Sid Lowe gives his take on reports Ronald Koeman will be appointed as Barcelona’s next manager
With the hiring of former Barca star Ronald Koeman as manager, it is a pretty good time to start building for the future even if Messi remains on board. And there’s still quite a bit of talent on hand even if basically everyone over 31 is cut loose. Busquets, Pique and 33-year old forward Luis Suarez in particular still have quite a bit to offer when healthy, even if it would be best not to have to rely on them at this point. Plus, you could make a genuine case that Griezmann and Coutinho are now potentially elite fits in a Messi-less Barca attack.
At Southampton, Everton and most recently with Netherlands’ national team, Koeman lined his team up in a 4-2-3-1 about half the time and a 4-3-3 about a quarter of the time. (The other quarter was a true “Spin the Formation Wheel!” type of experience, producing anything from a 3-4-1-2 to a 5-4-1.)
Using that as our guide, it’s not hard to craft a formidable lineup even if Barca made no further additions.
• Goalkeeper: Marc-Andre ter Stegen (somehow still only 28)
• Defense: De Jong (23) and Umtiti (26) at centre-back, Jordi Alba (31) and either Sergi Roberto (28) or Nelson Semedo (26) at full-back
• Midfield: Miralem Pjanic (30) and either Riqui Puig (21), Rafinha (27), Busquets (32) or Carles Alena (22)
• Attacking midfield: Dembele (23) and Ansu Fati (17) on the wings, Coutinho (28) in the middle
• Centre-forward: Griezmann (29)
That’s far from barren, especially if the injury bug is kinder to Dembele and Umtiti this year. You’d like to see better options at full-back — at least until Bayern’s Alphonso Davies returns Semedo’s soul, which he stole during the second half of Bayern’s 8-2 win — and I am a firm believer that Koeman would be well-served to move de Jong back to central defense, where he was an almost Franz Beckenbauer-esque star for Ajax, instead of central midfield, where he’s very good but his skill set doesn’t stand out as much.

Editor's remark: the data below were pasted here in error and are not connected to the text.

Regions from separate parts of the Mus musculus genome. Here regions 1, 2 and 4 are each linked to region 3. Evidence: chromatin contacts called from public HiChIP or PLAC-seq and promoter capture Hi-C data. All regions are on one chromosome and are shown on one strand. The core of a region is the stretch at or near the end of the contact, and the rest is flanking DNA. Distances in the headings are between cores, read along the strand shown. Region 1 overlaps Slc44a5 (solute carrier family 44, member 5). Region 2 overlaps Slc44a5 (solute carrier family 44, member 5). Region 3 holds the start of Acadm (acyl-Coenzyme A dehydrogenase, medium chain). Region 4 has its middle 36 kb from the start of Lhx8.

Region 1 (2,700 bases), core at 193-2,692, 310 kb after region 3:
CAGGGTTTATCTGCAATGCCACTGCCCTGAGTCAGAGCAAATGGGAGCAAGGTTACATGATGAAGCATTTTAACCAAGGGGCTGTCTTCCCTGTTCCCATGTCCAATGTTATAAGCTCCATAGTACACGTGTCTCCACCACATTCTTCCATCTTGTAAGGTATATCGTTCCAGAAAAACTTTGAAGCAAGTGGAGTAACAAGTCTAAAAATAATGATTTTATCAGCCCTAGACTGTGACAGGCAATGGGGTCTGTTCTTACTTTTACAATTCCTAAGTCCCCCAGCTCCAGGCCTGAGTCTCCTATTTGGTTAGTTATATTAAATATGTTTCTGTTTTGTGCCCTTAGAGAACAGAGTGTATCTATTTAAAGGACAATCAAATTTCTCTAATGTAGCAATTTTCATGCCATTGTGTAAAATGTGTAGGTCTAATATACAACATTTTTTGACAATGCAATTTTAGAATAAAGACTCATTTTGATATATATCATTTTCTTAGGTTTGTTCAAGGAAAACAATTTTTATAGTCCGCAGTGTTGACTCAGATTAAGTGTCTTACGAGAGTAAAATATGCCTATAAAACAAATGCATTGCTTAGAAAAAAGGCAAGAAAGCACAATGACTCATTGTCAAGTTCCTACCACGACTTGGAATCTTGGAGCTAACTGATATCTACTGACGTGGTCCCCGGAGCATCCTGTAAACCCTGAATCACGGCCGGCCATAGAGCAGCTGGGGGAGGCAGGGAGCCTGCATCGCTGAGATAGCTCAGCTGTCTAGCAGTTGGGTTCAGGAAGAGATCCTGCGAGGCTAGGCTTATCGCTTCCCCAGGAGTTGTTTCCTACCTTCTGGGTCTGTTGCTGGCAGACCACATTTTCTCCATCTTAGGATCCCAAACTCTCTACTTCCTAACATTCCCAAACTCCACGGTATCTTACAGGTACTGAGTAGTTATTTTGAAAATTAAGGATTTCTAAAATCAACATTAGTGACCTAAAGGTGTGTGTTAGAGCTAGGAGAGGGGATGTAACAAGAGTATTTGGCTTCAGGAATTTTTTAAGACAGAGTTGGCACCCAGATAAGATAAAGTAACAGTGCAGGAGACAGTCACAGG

If Koeman keeps de Jong in midfield, then that makes Busquets and Puig interesting midfield backups with Clement Lenglet (25), Pique and perhaps Ronald Araujo (21) to do more work in central defense, especially if or when Umtiti is hurt.
Either way, that’s a fun mix of young talent and proven veterans, and without Messi, both Coutinho and Griezmann get to play something closer to the roles that earned them the big money transfers in the first place.
A 4-3-3, with Rafinha or Alena maybe getting involved in the wide midfield and Coutinho lining up wide left, doesn’t work quite as well, but there remains star talent at each level of the lineup (especially if de Jong moves back a row.)
Hiring Koeman was both uninspiring and logical. He thrived constantly in the Eredivisie — he won titles with Ajax (2002, 2004) and PSV Eindhoven (2007) and piloted Feyenoord to three top-three finishes in as many seasons — and his track record elsewhere is mixed: decent with Benfica, bad with Valencia, excellent with Southampton (the Saints finished three points out of a Champions League spot in 2016), OK with Everton and rock solid with Netherlands.
Koeman was part of Barcelona’s early-1990s Dream Team, played for the legendary Johan Cruyff, played and coached for Guus Hiddink and spent a couple of years as Barcelona assistant early in his coaching career. Teams often put far too much value on “He knows what it takes to win here,” ignoring “He is far too inexperienced” and “He doesn’t know how to actually build that type of culture himself,” but Koeman does have plenty of success on his CV, and both the formations and possession style he prefers will work if he gets players’ buy-in. (You never know if that will happen until it does.)